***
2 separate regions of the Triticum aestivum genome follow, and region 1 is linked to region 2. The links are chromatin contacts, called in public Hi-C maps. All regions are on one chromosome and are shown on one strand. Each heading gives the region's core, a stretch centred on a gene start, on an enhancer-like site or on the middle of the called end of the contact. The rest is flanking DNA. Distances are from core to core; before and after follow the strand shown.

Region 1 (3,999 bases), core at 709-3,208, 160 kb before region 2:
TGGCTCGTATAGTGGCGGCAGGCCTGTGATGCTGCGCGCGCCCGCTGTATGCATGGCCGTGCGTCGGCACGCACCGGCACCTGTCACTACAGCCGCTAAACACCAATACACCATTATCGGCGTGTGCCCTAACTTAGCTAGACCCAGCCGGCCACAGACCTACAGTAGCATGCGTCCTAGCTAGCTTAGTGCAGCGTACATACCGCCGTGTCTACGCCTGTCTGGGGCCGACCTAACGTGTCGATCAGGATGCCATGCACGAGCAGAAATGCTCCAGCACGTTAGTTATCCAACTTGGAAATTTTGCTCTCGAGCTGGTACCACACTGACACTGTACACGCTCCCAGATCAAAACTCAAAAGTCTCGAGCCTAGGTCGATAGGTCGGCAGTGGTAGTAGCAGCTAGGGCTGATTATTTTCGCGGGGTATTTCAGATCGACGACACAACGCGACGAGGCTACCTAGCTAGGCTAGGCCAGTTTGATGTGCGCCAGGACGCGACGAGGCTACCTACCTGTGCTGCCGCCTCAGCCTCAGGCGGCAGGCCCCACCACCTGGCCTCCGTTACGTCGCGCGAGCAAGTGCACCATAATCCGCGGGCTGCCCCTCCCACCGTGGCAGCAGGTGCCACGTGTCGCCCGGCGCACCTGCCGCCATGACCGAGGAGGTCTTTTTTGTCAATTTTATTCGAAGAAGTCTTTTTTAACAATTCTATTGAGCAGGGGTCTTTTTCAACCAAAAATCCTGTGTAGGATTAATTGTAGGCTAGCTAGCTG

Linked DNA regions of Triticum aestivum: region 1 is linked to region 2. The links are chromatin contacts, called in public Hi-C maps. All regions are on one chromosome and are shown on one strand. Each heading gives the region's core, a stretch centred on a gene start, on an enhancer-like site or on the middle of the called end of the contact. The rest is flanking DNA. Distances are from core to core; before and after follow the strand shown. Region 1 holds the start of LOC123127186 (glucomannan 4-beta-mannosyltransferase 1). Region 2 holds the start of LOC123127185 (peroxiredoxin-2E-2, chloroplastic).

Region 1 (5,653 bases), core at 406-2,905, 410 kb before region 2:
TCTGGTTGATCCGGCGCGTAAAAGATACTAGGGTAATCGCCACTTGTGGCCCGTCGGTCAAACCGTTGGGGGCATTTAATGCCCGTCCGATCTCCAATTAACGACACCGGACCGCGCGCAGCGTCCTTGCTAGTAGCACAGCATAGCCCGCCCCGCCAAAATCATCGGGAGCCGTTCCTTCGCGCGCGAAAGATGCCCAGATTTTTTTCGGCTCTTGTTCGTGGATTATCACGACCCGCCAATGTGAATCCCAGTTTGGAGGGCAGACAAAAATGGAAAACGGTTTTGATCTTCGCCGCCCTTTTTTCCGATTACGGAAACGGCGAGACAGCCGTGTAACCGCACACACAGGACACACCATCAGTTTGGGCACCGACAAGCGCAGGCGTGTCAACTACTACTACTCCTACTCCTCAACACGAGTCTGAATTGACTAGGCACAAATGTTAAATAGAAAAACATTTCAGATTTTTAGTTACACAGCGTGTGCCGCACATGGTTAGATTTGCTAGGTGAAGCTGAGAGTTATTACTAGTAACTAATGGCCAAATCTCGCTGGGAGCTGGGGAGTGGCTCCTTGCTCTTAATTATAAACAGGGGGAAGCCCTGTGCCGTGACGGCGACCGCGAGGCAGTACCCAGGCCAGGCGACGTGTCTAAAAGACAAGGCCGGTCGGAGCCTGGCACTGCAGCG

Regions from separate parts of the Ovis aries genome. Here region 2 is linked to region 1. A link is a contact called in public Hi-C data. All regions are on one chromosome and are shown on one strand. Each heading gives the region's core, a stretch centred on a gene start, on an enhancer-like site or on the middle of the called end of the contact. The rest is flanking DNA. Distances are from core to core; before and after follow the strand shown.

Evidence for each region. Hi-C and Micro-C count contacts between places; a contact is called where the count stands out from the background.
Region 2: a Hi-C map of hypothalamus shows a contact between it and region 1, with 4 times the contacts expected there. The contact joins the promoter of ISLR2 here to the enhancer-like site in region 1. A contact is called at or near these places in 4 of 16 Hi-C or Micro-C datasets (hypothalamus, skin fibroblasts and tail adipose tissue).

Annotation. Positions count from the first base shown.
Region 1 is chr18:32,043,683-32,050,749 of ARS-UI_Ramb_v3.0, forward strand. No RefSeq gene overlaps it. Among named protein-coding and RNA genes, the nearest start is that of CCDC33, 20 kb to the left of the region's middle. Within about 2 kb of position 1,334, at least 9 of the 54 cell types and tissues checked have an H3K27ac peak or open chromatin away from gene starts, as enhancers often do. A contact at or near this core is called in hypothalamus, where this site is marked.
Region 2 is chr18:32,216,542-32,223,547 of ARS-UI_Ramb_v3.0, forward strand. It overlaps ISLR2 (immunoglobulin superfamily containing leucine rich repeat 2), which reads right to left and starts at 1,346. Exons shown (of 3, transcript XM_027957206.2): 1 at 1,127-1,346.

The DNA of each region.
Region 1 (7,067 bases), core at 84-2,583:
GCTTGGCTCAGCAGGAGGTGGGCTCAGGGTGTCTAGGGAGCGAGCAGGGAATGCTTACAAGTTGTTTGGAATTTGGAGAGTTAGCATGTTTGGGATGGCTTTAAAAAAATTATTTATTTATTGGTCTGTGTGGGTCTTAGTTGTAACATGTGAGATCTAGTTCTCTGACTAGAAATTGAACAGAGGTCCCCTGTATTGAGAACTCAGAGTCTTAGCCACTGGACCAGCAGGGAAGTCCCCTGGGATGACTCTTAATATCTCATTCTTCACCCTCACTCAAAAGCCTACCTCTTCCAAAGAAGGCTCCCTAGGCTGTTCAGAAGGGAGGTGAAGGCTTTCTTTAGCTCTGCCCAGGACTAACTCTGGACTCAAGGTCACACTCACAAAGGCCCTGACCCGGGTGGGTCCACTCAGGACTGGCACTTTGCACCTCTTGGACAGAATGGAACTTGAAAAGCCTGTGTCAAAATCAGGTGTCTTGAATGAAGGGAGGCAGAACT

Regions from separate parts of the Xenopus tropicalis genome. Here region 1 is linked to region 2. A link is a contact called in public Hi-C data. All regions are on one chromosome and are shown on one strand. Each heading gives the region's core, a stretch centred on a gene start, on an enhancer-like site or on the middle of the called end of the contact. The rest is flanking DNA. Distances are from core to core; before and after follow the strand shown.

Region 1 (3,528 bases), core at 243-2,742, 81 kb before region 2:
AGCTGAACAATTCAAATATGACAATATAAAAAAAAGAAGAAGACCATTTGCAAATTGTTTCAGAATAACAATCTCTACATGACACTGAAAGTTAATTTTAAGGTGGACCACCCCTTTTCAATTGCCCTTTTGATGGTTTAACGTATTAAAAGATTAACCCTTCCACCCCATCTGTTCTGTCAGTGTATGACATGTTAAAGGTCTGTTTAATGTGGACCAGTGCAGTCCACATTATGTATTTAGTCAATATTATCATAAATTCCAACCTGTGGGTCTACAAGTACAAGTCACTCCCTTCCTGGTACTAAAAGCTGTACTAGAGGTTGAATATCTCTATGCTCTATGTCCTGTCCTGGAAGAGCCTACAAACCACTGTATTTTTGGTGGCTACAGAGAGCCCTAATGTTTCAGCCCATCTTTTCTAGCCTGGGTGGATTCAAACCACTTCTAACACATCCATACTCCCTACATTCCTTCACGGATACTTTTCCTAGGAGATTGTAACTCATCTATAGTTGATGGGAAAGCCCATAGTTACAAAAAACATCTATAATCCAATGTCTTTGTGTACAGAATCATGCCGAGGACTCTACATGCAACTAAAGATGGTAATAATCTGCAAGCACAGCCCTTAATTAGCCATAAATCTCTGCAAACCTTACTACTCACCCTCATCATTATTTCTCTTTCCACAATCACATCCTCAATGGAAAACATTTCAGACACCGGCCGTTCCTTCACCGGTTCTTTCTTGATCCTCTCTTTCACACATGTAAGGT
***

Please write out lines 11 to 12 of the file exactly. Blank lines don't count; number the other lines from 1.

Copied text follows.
Region 1 is chr18:32,043,683-32,050,749 of ARS-UI_Ramb_v3.0, forward strand. No RefSeq gene overlaps it. Among named protein-coding and RNA genes, the nearest start is that of CCDC33, 20 kb to the left of the region's middle. Within about 2 kb of position 1,334, at least 9 of the 54 cell types and tissues checked have an H3K27ac peak or open chromatin away from gene starts, as enhancers often do. A contact at or near this core is called in hypothalamus, where this site is marked.
Region 2 is chr18:32,216,542-32,223,547 of ARS-UI_Ramb_v3.0, forward strand. It overlaps ISLR2 (immunoglobulin superfamily containing leucine rich repeat 2), which reads right to left and starts at 1,346. Exons shown (of 3, transcript XM_027957206.2): 1 at 1,127-1,346.